SAS boosts footprint in China amid big data hopes
Updated: 2013-07-19 07:32
By Lyu Chang (China Daily)
The world's top provider of business analysis solutions, SAS Institute Inc, stepped up efforts to increase its presence in China amid bullish expectations for the domestic big data market.
The US-based company, which is one of the largest providers of data processing and business analysis services in the world but has a low-profile in China, will expand its direct sales team and increase its R&D investment in the Chinese market, said Keith Collins, the company's senior vice-president and chief technology officer.
Collins added that the company plans to increase its direct sales force by 30 percent and put more than 20 percent of its revenue into R&D investment this year.
"As the volume of data explodes in China, the human capacity to filter through that scale is impossible, the only solution to find now your business is really running is to apply analysis," he said.
These big data tools to analyze patterns and trends culled from data sources such as customer relationship management and enterprise resource planning systems are fast becoming investment priorities for Chinese companies, who are eager to enhance their competitiveness by reducing operational costs and maximizing efficiency.
"The Chinese government has hinted that it would help businesses within its borders develop the infrastructure for storing and analyzing big data," Meng was quoted as saying during an interview with Businessweek, a weekly business magazine published by bloomberg.
The market value of the big data sector in China is expected to hit 5 billion yuan ($803 million) by 2016, according to China Center for Information Industry Development, a government think tank under the Ministry of Industry and Information Technology.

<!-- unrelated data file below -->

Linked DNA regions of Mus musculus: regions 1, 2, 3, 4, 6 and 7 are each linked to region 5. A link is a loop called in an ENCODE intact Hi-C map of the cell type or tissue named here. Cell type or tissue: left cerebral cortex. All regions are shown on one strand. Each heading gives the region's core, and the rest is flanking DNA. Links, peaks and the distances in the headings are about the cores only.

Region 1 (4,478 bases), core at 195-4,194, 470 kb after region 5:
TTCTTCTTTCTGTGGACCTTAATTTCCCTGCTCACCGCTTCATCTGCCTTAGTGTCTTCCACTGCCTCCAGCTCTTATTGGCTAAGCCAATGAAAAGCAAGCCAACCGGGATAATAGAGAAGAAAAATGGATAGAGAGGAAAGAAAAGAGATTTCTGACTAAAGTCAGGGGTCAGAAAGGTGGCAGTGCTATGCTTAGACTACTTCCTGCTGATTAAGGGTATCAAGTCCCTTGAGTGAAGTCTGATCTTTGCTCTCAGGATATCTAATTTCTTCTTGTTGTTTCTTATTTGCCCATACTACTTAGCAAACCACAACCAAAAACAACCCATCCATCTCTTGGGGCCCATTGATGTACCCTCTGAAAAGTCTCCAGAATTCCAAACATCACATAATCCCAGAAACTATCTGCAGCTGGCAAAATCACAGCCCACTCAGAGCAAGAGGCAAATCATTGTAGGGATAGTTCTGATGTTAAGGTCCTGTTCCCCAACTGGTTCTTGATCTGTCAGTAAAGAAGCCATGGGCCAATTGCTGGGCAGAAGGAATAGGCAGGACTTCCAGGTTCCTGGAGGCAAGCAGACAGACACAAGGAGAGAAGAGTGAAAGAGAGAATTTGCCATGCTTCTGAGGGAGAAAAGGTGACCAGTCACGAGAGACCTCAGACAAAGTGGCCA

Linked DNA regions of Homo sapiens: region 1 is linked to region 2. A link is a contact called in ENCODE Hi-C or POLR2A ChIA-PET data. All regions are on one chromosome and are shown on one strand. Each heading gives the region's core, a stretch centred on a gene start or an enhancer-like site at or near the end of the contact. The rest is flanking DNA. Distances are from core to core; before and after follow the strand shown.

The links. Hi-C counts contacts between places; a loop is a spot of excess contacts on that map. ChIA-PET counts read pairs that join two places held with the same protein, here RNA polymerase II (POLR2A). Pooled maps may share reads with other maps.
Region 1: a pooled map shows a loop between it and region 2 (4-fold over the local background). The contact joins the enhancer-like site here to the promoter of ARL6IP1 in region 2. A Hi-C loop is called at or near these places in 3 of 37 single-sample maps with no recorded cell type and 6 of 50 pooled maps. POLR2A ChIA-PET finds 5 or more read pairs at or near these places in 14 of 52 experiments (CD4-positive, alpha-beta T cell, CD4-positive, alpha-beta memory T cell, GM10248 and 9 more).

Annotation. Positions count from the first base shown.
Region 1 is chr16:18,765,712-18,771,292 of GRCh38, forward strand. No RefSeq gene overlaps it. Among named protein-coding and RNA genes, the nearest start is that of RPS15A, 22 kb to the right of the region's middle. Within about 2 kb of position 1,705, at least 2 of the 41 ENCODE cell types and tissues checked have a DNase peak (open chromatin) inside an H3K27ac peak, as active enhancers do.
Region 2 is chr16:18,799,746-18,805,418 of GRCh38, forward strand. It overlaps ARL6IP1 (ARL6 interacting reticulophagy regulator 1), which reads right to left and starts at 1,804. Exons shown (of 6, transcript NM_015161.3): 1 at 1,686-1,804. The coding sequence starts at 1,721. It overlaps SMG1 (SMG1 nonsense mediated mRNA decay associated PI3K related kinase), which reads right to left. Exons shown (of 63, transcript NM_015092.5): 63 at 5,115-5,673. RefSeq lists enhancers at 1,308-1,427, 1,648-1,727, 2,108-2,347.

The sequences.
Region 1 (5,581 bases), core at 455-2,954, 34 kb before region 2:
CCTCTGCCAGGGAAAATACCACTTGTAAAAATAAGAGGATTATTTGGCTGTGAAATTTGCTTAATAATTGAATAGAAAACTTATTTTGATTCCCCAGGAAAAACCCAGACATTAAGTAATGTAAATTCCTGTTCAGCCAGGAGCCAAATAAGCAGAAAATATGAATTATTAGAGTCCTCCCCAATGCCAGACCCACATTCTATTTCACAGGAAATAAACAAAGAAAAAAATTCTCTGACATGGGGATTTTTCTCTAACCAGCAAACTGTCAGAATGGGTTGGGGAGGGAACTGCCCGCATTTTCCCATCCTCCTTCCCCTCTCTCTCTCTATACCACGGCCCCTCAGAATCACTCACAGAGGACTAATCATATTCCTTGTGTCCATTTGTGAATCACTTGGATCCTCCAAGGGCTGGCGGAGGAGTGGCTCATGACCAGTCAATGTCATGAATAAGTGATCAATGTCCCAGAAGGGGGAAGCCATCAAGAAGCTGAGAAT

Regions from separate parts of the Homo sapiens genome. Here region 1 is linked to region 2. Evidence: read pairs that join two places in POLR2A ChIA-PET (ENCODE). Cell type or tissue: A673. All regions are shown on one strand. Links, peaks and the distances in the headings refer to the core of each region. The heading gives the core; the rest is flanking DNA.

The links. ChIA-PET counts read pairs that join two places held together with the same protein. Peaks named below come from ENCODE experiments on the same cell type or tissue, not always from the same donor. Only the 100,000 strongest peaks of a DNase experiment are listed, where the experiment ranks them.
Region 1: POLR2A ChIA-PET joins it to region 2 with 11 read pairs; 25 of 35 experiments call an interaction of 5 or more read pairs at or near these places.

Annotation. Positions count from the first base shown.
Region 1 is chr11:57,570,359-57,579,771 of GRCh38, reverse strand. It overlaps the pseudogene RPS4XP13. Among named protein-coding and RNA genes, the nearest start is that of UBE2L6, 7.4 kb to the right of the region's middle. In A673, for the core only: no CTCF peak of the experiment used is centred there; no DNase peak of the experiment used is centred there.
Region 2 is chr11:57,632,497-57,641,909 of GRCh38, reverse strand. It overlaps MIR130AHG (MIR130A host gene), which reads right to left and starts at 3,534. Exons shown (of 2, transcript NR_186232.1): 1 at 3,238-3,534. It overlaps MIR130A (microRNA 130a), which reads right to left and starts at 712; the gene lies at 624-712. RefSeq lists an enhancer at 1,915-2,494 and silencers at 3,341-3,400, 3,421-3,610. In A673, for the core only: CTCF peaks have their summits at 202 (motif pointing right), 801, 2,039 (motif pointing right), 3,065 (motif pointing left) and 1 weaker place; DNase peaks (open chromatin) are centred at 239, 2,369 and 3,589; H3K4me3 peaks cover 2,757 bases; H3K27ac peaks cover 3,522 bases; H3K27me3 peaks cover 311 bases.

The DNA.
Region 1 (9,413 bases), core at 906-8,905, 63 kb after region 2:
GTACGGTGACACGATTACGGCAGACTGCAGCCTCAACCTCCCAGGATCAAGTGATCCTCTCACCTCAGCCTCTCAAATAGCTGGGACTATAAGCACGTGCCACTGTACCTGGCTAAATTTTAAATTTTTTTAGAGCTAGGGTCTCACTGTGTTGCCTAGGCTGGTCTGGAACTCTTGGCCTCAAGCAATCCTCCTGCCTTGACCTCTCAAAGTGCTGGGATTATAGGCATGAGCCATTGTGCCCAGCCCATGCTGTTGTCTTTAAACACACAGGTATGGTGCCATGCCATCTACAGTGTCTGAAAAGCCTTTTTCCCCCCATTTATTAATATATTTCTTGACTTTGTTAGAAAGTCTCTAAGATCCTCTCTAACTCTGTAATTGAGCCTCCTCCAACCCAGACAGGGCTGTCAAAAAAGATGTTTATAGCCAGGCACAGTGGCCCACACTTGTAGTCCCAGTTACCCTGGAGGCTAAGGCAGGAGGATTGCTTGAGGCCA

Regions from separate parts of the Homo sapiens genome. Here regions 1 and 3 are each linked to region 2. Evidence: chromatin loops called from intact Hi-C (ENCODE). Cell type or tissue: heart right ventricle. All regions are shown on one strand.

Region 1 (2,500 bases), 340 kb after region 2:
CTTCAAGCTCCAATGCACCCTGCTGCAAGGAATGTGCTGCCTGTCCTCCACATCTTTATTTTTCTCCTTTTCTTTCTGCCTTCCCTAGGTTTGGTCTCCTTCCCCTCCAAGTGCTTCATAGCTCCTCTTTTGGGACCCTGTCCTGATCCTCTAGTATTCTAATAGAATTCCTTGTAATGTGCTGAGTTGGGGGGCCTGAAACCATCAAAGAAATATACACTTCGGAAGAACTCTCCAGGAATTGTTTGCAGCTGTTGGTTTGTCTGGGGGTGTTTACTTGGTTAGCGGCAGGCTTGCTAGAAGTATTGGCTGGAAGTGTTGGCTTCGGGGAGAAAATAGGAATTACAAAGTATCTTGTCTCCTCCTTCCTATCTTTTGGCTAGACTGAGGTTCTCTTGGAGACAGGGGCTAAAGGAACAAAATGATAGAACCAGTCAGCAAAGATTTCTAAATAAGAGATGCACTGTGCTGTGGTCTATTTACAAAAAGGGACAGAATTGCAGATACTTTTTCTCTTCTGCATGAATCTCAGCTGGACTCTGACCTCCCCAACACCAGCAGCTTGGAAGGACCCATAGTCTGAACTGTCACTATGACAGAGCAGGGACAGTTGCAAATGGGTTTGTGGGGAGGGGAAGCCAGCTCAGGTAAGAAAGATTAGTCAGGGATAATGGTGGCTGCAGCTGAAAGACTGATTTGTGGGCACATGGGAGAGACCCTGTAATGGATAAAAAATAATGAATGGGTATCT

Information processing technology has been proposed as one of the four key innovation projects by the ministry for the country's 12th Five-Year Plan (2011-15).
The other three key innovation projects, including information sensing technology, information transferring technology and information security technology, are all intrinsically linked to big data.
Globally, the banking, finance, telecom and manufacturing sectors will be the priorities, Collins said. In China the financial services sector is SAS's strongest field, accounting for 60 percent of its total revenue.
Cliff Wu, president of SAS China, said that the finance sector is expected to contribute more to the company's business in the coming years as the demand to build up anti-money laundering systems increases.
"We have solutions specifically designed to detect and identify any sort of money laundering behavior," Wu said.
Collins also sees emerging opportunities in retail, telecom and energy sectors in China.
"As China moves into a retail-oriented sector, understanding customers' behavior is extremely important," he said. "We can help retailers to know their customers and processes, forecast demand and optimize processes."
(China Daily 07/19/2013 page16)